FALCON HEIGHTS, Minn. (KMSP) - Candidates Tim Walz and Jeff Johnson squared off at the MPR stage Friday at the Minnesota State Fair in another gubernatorial debate.
When Walz and Johnson repeatedly say at debates that they like each other, it’s easy to believe them.
“Tim and I get along great, but we have a lot of differences from a policy standpoint,” Johnson said. “Which I think is good for Minnesota.”
But their sharp differences are also very clear and along traditional party divides.
“So, I said I’m open to this conversation about the gas tax in Minnesota that is below the average,” Walz said, favoring a gas tax increase to pay for roads. Johnson, however, says taxes are already too high and believes social service and welfare spending is wasteful and could be cut to pay for other things.
“But we should also pay some attention to people who are paying for those benefits, I think the taxpayers need an ally in government,” said Johnson, asking Walz if he’s for huge tax increases.
Walz replied, “Well, first of all, you know this is a truism in life, you get what you pay for in a state. You get what you pay for.”
The question of gun control also came up, with Johnson advocating school security upgrades and armed guards. He focused on mental health and family breakdowns.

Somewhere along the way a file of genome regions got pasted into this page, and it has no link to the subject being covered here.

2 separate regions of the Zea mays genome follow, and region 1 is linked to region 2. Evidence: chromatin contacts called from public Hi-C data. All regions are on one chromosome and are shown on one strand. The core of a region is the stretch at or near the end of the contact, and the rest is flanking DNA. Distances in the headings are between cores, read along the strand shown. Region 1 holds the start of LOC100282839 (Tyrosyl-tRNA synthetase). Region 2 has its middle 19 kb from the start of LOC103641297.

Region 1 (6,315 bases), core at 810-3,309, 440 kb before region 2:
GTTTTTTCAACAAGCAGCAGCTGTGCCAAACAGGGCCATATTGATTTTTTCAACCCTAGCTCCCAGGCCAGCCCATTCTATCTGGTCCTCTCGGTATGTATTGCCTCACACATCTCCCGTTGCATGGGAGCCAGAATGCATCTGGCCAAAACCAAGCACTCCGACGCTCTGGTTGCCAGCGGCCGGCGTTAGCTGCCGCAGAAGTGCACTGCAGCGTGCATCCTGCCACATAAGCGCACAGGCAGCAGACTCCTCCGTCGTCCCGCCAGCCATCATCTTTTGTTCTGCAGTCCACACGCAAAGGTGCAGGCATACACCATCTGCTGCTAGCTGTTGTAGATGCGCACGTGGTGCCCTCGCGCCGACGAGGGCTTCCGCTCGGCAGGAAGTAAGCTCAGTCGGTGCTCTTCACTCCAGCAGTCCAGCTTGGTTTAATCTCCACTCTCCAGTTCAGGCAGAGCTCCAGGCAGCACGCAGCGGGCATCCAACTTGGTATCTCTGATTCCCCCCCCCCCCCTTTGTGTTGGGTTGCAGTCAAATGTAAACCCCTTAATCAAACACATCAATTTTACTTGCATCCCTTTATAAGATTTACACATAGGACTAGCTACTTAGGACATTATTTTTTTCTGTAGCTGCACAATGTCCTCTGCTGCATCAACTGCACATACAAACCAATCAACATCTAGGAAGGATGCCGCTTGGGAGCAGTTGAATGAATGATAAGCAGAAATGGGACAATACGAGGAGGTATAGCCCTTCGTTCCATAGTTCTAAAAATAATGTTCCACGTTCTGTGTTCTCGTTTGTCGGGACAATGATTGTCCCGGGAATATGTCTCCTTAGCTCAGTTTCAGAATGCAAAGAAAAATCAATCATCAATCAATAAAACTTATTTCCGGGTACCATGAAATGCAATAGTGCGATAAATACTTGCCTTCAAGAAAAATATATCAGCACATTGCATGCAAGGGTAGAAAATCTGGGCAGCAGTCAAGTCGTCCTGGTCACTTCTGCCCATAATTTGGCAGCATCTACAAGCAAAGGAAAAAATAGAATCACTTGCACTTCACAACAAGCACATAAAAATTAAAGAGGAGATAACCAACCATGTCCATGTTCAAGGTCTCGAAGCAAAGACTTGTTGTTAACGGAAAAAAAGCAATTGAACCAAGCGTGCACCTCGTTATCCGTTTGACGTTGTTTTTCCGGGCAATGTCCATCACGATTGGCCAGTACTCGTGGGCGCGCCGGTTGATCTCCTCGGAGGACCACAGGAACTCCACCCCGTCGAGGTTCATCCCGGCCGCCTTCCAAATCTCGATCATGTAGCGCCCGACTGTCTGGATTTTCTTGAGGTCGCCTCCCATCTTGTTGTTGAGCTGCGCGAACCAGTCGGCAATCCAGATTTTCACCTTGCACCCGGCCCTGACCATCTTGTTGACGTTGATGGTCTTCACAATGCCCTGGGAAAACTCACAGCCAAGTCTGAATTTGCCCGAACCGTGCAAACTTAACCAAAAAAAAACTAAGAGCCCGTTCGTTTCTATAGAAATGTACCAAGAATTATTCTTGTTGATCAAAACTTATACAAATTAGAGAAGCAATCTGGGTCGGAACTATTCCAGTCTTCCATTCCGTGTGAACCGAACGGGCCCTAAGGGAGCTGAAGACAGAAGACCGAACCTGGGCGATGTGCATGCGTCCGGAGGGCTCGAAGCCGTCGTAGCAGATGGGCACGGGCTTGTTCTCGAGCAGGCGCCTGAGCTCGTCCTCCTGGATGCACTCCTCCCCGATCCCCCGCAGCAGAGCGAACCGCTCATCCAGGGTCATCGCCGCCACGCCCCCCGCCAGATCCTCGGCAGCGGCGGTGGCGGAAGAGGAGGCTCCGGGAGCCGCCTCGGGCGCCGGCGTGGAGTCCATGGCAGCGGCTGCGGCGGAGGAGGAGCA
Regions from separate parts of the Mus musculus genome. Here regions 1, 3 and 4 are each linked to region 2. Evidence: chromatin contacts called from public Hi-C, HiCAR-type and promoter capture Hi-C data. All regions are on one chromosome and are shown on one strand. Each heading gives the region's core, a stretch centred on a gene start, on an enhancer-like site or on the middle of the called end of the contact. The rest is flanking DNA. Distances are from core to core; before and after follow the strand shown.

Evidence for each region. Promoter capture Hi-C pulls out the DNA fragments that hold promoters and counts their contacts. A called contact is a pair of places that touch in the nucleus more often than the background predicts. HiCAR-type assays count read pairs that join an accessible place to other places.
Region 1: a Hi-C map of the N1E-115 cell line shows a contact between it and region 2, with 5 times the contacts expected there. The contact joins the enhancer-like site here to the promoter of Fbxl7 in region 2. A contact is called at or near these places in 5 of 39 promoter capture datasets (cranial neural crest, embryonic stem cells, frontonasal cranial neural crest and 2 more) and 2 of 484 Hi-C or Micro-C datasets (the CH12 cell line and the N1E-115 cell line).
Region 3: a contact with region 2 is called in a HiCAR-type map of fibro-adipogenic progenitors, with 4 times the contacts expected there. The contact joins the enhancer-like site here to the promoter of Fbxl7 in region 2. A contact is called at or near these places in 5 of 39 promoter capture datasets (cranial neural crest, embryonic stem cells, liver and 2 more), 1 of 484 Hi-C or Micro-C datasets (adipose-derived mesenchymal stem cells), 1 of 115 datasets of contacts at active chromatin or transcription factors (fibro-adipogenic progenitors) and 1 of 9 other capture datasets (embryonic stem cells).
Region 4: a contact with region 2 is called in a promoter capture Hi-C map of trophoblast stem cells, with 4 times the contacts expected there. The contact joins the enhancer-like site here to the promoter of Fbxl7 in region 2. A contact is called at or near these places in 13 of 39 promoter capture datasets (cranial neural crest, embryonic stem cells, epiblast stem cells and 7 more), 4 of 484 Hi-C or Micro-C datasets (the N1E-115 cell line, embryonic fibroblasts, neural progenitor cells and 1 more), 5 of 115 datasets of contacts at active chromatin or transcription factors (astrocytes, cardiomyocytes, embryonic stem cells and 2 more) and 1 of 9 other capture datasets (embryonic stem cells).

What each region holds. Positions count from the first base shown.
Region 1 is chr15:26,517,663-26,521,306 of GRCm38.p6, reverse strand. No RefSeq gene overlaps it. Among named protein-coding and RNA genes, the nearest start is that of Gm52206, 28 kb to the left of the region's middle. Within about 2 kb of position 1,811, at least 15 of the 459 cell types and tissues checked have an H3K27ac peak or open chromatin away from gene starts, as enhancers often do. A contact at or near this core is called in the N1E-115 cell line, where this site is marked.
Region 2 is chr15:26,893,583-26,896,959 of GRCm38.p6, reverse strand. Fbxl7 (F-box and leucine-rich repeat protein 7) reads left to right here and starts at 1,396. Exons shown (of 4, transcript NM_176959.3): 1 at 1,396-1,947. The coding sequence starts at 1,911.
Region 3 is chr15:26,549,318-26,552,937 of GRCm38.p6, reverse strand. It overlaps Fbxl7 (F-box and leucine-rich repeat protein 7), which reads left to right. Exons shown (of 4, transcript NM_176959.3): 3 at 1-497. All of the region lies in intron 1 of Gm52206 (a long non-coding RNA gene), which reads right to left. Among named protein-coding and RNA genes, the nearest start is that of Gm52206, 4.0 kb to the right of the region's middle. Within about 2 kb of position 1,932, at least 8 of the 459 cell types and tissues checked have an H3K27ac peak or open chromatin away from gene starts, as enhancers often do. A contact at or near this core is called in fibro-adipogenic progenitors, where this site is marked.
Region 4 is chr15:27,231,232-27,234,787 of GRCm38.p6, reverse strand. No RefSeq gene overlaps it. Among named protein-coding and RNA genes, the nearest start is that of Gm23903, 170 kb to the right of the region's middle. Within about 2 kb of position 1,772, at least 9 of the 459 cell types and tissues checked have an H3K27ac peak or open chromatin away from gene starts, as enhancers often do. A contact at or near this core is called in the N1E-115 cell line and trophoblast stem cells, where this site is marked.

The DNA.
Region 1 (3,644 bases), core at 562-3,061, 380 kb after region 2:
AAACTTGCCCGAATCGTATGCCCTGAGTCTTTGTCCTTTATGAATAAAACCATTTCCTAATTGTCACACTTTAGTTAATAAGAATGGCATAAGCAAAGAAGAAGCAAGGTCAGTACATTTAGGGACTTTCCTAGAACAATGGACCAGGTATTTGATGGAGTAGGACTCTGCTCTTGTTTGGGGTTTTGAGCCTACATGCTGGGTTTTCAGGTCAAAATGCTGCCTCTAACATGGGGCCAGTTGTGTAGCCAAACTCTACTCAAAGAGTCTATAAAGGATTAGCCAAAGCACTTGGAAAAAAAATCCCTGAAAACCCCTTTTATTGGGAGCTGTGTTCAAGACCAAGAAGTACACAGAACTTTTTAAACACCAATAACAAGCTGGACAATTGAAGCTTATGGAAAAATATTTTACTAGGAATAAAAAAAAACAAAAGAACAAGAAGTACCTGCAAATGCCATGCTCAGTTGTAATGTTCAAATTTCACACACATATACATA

“And we never talk about those things,” Johnson said. “Because the answer always is ‘Let’s ban bump stocks, maybe that will prevent the next school shooting and it won’t.’”
Walz countered, saying, “I was both a soldier and a teacher and hardening the perimeter was something we did in the military, it’s not something I want to be doing all the time.”
Walz says he’s a defender of the second amendment, but does not agree with the NRA.
Also, there was a question of President Trump and how to appeal to voters in a state that is very evenly split.
“I support the direction he’s trying to take this country,” Johnson said. “I think he’s doing a good job. I don’t always agree with him and we have very different styles about it.”
“This is about the independence of the state of Minnesota at a time when our politics is divisive and poison,” said Walz.